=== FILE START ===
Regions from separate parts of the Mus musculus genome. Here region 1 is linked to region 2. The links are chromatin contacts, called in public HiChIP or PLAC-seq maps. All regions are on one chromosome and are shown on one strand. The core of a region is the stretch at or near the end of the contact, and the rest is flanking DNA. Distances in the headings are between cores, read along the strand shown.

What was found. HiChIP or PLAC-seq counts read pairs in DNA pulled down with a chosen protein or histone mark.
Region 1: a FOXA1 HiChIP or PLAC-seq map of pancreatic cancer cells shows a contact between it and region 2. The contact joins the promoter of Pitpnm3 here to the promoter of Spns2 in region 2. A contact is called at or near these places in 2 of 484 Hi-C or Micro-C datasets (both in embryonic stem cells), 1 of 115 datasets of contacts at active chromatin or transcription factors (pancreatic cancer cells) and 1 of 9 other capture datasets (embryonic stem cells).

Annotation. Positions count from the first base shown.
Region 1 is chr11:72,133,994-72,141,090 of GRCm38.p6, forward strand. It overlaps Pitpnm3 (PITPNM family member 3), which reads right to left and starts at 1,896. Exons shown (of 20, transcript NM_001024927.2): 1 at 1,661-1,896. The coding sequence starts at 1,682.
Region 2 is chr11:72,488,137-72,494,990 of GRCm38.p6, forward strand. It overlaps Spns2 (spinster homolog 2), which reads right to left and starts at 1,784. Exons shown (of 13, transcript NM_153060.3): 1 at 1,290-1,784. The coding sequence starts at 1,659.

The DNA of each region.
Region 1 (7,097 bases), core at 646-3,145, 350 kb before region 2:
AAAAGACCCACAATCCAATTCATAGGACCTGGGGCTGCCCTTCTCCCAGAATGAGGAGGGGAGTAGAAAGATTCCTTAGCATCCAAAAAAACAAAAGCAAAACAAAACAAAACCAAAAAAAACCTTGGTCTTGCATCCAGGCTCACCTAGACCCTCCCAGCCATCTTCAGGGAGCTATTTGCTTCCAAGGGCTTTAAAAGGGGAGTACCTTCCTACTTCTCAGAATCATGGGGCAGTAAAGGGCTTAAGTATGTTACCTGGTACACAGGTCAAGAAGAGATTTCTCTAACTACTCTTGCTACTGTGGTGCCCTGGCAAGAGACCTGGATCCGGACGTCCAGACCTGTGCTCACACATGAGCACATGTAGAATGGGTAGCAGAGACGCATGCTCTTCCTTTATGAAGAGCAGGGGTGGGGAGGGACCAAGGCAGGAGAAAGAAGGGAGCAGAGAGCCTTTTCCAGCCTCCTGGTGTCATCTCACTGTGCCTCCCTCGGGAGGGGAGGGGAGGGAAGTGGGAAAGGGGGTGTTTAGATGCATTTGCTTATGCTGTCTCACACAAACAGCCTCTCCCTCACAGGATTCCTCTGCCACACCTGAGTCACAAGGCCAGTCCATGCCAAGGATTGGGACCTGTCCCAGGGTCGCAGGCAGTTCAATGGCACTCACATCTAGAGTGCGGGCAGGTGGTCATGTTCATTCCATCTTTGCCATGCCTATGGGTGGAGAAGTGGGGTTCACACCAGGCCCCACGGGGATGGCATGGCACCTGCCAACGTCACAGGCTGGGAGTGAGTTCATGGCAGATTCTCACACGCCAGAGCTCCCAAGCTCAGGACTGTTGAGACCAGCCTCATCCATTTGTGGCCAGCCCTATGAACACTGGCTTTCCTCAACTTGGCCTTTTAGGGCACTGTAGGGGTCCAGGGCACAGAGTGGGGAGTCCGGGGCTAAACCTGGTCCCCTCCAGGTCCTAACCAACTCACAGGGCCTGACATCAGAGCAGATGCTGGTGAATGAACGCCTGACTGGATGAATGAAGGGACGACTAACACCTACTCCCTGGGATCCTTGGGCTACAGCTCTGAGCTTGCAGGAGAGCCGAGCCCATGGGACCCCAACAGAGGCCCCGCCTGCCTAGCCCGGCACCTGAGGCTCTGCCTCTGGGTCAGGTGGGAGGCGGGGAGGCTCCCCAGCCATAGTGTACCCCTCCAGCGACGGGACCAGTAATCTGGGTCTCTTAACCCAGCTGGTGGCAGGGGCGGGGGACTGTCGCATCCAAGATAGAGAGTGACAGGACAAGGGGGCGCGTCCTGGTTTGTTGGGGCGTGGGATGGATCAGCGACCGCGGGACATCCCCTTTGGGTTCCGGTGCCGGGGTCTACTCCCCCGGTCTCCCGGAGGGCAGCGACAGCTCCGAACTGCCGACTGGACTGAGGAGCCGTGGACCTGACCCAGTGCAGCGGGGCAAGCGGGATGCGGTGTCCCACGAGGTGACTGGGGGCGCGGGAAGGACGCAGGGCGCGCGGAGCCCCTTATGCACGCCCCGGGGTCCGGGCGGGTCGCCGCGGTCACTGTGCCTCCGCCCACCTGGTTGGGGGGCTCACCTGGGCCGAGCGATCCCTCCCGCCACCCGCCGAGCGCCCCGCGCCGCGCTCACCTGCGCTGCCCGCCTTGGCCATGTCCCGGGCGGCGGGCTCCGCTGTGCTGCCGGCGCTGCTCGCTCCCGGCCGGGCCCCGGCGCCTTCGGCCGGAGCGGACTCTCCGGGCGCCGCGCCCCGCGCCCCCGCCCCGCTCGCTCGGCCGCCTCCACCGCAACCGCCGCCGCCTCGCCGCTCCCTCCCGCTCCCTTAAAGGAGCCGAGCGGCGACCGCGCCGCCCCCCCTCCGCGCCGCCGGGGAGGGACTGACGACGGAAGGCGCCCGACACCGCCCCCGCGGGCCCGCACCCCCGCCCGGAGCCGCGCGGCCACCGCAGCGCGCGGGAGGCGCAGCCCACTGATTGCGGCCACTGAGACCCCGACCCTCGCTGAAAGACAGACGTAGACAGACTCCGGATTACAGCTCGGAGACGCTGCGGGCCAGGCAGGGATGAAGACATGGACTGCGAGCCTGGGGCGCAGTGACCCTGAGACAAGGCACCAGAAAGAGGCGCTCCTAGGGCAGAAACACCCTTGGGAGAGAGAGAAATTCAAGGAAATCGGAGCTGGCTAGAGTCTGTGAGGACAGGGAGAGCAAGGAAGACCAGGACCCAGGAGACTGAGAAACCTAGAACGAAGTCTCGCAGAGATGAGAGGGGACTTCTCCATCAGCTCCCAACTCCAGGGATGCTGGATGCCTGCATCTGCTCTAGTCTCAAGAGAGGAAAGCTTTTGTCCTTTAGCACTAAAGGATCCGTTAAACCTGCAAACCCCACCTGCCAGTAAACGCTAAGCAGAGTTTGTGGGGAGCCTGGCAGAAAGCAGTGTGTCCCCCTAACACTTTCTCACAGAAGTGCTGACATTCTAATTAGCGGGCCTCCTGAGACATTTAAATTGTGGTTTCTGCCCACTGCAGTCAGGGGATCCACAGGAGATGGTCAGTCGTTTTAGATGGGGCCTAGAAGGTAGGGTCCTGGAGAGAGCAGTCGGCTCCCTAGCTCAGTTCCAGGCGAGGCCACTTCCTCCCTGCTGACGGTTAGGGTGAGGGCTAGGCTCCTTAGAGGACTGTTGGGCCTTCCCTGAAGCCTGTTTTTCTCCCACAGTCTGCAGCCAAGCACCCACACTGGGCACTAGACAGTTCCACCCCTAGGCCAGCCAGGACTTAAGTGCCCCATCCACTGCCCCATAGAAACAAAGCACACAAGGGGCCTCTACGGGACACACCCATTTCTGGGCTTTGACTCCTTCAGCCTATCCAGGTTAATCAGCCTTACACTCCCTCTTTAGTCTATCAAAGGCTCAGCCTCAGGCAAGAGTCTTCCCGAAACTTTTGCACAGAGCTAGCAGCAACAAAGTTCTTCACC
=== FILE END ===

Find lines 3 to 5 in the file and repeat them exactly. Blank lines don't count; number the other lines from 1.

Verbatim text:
Region 1: a FOXA1 HiChIP or PLAC-seq map of pancreatic cancer cells shows a contact between it and region 2. The contact joins the promoter of Pitpnm3 here to the promoter of Spns2 in region 2. A contact is called at or near these places in 2 of 484 Hi-C or Micro-C datasets (both in embryonic stem cells), 1 of 115 datasets of contacts at active chromatin or transcription factors (pancreatic cancer cells) and 1 of 9 other capture datasets (embryonic stem cells).

Annotation. Positions count from the first base shown.
Region 1 is chr11:72,133,994-72,141,090 of GRCm38.p6, forward strand. It overlaps Pitpnm3 (PITPNM family member 3), which reads right to left and starts at 1,896. Exons shown (of 20, transcript NM_001024927.2): 1 at 1,661-1,896. The coding sequence starts at 1,682.